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Researchers identify 12 social cliques and what they say about your standing in society

Researchers identify 12 social cliques and what they say about your standing in society

Researchers identify 12 social cliques and what they say about your standing in society

Researchers have identified 12 peer crowds and their positions in the social hierarchy.

Researchers at the University of Illinois at Chicago have found that while many high school peer crowds and influences have remained constant over time, there are some new peer groups and perceptions emerging.

At the top of the social hierarchy are groups labeled “populars,” “jocks,” “floaters” and “good-ats.” In the middle the “fine arts” kids, who have risen in popularity compared with past studies, as well as the “brains,” “normals” and “druggie/stoners.” At the bottom of the social hierarchy are “emo/goths,” a new group of “anime/manga” fans and “loners.” Rachel Gordon, the principal investigator of the study, said that many of their observations aligned with prior research; however, they also noted new themes that are unique to modern day adolescent experiences: most notably that academic anxiety is on the rise.

The researchers observed that discussion about anxiety to meet parents’ expectations was “particularly novel,” especially for students described as “brains.” Gordon said the idea of stress related to academic performance was expected, but it was amplified when compared with prior studies. “Participants identified academic anxiety in more specific terms, even suggesting that students in the ‘brain’ peer crowd ‘were less mentally healthy’ due to a fear of upsetting their parents,” says Gordon, professor of sociology and a fellow of the Institute for Health Research and Policy at UIC.

The participants generally endorsed crowds that engaged in conventional activities valued by school and society, like getting good grades and participating in extracurricular activities, despite viewing “populars” and “jocks” negatively for their tendency to party and bully others. The “druggie/stoner” crowd was seen as gaining status by being in the orbit of these top crowds, due to supplying drugs for parties. Other groups were shaped by current events, popular culture and social media. Gordon highlighted three examples from the study:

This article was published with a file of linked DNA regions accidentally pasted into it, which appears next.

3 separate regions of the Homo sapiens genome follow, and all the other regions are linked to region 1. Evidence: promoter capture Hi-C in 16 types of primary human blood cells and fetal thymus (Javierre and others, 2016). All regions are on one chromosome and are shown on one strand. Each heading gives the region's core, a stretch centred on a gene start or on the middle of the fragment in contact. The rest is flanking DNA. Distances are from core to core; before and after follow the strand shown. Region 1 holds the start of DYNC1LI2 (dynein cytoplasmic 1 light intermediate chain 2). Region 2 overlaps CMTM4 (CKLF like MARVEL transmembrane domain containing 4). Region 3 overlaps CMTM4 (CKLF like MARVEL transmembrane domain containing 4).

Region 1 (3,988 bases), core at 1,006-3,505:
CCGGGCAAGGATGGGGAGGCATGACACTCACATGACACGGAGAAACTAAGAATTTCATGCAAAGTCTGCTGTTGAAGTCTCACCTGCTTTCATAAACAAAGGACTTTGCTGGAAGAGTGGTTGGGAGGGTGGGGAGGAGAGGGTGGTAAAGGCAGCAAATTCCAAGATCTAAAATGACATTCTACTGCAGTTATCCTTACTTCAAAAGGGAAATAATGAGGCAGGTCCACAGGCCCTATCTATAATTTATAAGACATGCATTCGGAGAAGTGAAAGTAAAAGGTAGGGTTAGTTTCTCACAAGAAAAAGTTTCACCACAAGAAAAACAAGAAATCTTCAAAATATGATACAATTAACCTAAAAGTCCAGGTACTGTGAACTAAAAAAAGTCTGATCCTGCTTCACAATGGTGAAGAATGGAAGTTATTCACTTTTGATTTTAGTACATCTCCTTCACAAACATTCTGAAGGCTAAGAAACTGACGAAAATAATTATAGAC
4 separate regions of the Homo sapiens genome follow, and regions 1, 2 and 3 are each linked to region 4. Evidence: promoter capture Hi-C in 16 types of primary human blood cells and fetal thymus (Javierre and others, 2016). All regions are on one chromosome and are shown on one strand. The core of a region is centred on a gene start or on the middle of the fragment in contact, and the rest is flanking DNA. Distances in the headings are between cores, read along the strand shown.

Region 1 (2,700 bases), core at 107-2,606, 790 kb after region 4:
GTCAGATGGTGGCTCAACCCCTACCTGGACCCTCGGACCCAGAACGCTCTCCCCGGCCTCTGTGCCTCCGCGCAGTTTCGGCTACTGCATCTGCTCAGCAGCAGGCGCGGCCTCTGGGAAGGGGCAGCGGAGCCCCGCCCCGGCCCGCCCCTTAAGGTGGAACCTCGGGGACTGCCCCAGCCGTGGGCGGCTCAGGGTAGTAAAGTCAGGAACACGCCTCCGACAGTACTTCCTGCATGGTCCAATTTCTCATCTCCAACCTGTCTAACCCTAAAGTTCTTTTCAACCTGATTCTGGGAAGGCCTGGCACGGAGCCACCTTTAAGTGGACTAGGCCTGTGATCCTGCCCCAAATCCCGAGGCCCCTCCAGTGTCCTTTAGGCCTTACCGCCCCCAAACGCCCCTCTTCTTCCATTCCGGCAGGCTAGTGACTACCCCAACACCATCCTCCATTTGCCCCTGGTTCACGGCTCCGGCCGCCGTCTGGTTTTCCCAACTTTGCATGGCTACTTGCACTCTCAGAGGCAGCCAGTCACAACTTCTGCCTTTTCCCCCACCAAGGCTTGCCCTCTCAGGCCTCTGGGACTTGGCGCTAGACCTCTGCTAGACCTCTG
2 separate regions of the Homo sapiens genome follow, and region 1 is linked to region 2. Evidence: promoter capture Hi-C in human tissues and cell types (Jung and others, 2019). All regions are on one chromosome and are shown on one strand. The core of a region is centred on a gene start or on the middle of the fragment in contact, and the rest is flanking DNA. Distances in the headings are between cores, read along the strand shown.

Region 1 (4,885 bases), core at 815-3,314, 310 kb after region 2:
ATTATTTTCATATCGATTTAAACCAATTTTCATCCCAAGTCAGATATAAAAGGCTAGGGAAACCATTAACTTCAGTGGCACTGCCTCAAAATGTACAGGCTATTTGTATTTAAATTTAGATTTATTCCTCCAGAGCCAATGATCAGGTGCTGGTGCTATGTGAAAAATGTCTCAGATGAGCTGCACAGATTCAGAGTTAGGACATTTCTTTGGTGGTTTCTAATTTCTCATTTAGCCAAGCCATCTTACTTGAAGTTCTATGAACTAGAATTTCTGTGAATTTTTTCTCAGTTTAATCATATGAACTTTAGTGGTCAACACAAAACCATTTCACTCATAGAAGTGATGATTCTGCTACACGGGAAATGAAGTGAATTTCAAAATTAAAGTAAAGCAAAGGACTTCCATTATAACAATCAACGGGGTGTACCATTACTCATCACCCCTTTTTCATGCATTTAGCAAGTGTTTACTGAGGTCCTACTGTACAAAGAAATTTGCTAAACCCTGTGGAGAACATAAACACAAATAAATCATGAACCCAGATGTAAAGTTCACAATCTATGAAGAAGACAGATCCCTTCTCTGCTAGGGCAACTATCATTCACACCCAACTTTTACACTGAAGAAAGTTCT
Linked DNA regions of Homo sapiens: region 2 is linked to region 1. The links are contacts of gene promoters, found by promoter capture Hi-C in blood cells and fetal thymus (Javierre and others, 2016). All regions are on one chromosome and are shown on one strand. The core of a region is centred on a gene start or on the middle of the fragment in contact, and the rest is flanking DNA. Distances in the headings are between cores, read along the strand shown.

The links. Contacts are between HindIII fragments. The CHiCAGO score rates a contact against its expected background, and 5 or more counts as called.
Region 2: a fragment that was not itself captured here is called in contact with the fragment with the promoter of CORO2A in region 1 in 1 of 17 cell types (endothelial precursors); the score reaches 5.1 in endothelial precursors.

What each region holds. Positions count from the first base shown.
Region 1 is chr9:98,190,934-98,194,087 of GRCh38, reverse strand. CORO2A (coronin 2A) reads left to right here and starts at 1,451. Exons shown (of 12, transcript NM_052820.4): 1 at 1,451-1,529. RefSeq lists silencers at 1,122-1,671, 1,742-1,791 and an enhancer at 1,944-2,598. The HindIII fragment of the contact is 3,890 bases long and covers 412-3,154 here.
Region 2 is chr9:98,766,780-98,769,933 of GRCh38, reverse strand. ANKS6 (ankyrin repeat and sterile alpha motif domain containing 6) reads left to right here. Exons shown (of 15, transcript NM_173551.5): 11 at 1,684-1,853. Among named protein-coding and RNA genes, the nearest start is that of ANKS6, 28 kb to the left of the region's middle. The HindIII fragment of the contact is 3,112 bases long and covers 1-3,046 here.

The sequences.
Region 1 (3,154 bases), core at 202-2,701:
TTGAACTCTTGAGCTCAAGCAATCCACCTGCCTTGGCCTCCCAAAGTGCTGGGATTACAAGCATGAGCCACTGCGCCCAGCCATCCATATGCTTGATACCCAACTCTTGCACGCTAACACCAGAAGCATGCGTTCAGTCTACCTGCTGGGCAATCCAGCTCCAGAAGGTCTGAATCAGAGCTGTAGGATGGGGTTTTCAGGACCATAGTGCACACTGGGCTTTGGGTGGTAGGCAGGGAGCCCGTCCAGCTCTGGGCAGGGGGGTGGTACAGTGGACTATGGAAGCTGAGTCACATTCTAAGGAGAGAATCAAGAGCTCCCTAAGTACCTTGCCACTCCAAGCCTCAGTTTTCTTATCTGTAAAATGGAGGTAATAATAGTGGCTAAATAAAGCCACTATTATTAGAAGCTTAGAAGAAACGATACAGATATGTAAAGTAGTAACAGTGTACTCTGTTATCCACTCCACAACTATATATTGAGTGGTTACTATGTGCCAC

1. The emergence of the “anime/manga” peer crowd, which she said is a modern incarnation of a classic “computer geek” crowd that is likely promoted by a sharing of cultures on the Internet;
  2. The “emo/goth” crowd, who share with past decades a focus on countercultural behaviors, but focus on today’s music and aesthetics;
  3. The expressed fear of “loners” as potential perpetrators of violence, something that Gordon described as “new and unique to adolescents today.”

The researchers also observed the emergence of a “good-ats” crowd, whose members excelled across multiple domains. They also saw that the “fine arts” crowd was elevated in the social hierarchy, relative to previous studies. “Adolescent peer crowds play an important role in determining short-term and long-term life trajectories on social, educational and psychological fronts,” says Gordon. “Understanding how adolescents navigate their environments and perceive themselves and others can help us advance research in many areas, from how we can successfully promote healthy behaviours, such as anti-smoking or safe sex messages, to how we develop effective curriculums”.

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